For many people, their daily office isn’t in a traditional office building. For them, a lightweight powerful mobile computer is the best way to get the job done. I had the chance to evaluate an HP ultrabook, the Elitebook Folio 1020, during May and June and run it through the paces on a number of different environments. I had several trips, my turn on-call, and a some ‘normal’ workdays to try this system in the real-world. What I found was an incredibly capable system for mobile workers, with fewer concessions than other systems in the ultrabook category.
As I wrap up my evaluation, a few things really stuck out about the system. First, its weight was superb. I forgot I was carrying it at times in my backpack. Touch is a big plus on the Elitebook Folio 1020. It was my first enterprise experience with a touch-capable Windows system. Touch makes Windows 8.1 much more functional and helps the OS make sense. And the display was one of the biggest selling points for me on this system. Let’s dive into each of those areas a little more.
Display & Resolution
The resolution of the 12.5″ screen is nothing short of incredible. With resolution that approaches rivals like Apple’s Retina displays, the Elitebook Folio 1020 is capable of using up to 2560 x 1440 resolution. The display is crisp and clear and provides you with tons of real-estate to operate. With built-in HDMI and optional VGA with a dongle, the 1020 can connect up to external displays and projectors making it easy to use as a primary system, in addition to a mobile companion. The Elitebook Folio 1020 changes my mind about 15″ laptops being a requirement for most advanced users. The Elitebook Folio 1020 provides an display that rivals many 24″ desktop monitors.
From an enterprise perspective, as administrator’s displays have grown to keep pace with their monitoring and management interfaces, it is really helpful to have a mobile workstation that can display the same information and experience in a condensed form. I tested the Elitebook Folio 1020 running some of my go-to monitoring suites – like Dell Foglight and HP Storage Operations Manager – and found the screen resolution great for displaying the complex environment maps that require enhanced resolution.
The Elitebook Folio 1020’s native touch display is a big asset. Lack of touch was my primary complaint when I reviewed the Elitebook Folio 1040, but HP has corrected this in the newer 1020 model. During testing, I found that selecting precise elements on screen can be a challenge. It may take a couple taps to get exactly what you’re needing with a finger. This isn’t due to hardware, instead, its a symptom of the high resolution screen and how small the the links are on screen.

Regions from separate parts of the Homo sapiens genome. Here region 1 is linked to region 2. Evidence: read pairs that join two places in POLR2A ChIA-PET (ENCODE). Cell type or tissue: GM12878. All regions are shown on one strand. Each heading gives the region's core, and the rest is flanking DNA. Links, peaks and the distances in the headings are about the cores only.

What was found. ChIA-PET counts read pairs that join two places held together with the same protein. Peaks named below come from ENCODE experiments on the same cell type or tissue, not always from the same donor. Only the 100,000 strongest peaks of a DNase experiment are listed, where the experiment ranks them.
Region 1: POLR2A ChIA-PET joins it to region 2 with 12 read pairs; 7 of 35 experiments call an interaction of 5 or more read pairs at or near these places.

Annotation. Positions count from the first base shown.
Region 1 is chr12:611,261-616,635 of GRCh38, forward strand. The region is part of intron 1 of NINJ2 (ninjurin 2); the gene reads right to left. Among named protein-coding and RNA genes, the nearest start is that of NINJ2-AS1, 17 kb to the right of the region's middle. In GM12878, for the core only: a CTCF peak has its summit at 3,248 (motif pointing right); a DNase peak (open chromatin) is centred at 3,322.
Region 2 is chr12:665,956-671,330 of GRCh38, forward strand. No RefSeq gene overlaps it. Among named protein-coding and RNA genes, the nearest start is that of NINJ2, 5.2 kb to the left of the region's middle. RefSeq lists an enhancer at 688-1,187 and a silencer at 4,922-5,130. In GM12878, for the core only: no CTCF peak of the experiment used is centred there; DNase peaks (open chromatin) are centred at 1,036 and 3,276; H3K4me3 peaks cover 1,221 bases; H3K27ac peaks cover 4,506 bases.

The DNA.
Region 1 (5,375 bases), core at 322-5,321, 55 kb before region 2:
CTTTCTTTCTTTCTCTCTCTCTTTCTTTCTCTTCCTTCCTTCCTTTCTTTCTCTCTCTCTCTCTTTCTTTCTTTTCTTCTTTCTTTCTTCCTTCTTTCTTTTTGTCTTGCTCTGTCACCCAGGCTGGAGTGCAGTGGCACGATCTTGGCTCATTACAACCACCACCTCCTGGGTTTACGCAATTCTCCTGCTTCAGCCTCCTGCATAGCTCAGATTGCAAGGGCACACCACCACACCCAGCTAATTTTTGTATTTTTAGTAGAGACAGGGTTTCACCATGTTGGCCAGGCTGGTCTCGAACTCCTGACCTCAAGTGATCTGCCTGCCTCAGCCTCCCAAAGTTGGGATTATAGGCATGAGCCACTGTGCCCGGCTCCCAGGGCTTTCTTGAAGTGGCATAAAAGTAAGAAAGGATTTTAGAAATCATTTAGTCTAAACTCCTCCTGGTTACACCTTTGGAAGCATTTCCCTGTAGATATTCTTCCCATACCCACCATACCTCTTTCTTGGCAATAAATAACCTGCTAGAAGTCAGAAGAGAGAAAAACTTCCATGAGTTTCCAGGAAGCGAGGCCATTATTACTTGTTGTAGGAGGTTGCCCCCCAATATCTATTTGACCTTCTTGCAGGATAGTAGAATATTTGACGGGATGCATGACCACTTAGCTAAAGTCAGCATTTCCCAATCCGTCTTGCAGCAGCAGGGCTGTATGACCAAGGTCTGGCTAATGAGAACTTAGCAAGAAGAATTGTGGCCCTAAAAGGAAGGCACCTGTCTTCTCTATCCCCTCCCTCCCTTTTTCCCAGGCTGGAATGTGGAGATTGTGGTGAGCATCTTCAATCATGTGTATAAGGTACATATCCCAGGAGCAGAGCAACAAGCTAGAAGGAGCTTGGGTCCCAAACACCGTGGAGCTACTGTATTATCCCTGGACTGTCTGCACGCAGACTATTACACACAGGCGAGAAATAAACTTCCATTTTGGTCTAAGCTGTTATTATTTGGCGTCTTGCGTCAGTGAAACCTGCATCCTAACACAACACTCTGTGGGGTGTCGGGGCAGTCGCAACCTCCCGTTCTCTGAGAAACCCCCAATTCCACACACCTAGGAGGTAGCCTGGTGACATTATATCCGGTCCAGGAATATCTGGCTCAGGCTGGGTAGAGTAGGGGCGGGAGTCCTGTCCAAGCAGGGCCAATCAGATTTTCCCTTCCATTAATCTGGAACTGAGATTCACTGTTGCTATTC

The Folio 1020 follows a normal laptop design. The metal case on top of the display and around the keyboard exudes a sense of quality. It looks sleek and professional. The overall look got lots of questions and comments from people who saw me using the notebook.
The display does not fold back and the keyboard does not disconnect, but I’m not noting that as a problem. After years of testing alternative designs as my company searches for the right form-factor for tablets and laptops, the traditional design is still the most functional way to create a full computer. Compared to systems with removable keyboard, like the Microsoft Surface, the keyboard of the Elitebook Folio 1020 is much more usable to perform actual work. Even as good as on-screen keyboards have gotten, most users can still type faster on a traditional keyboard and the keyboard design in the Folio 1020 is a great one.
From a hardware perspective, I wish there were some sort of Windows key somewhere other than on the keyboard. I found myself having to move from the screen to the keyboard rather than having a Windows key somewhere to the left or right of the screen as part of the display – like a Microsoft Surface has. Perhaps that can be integrated in a later version.
After testing the Elitebook Folio 1040 last year, I made an assessment and it is the same with new Elitebook Folio 1020. The primary weakness of the device is its operating system. With the Elitebook Folio 1020, it comes pre-installed with Windows 8.1 and Windows 8 straddles somewhere between touch native and desktop interface and its a tough combination.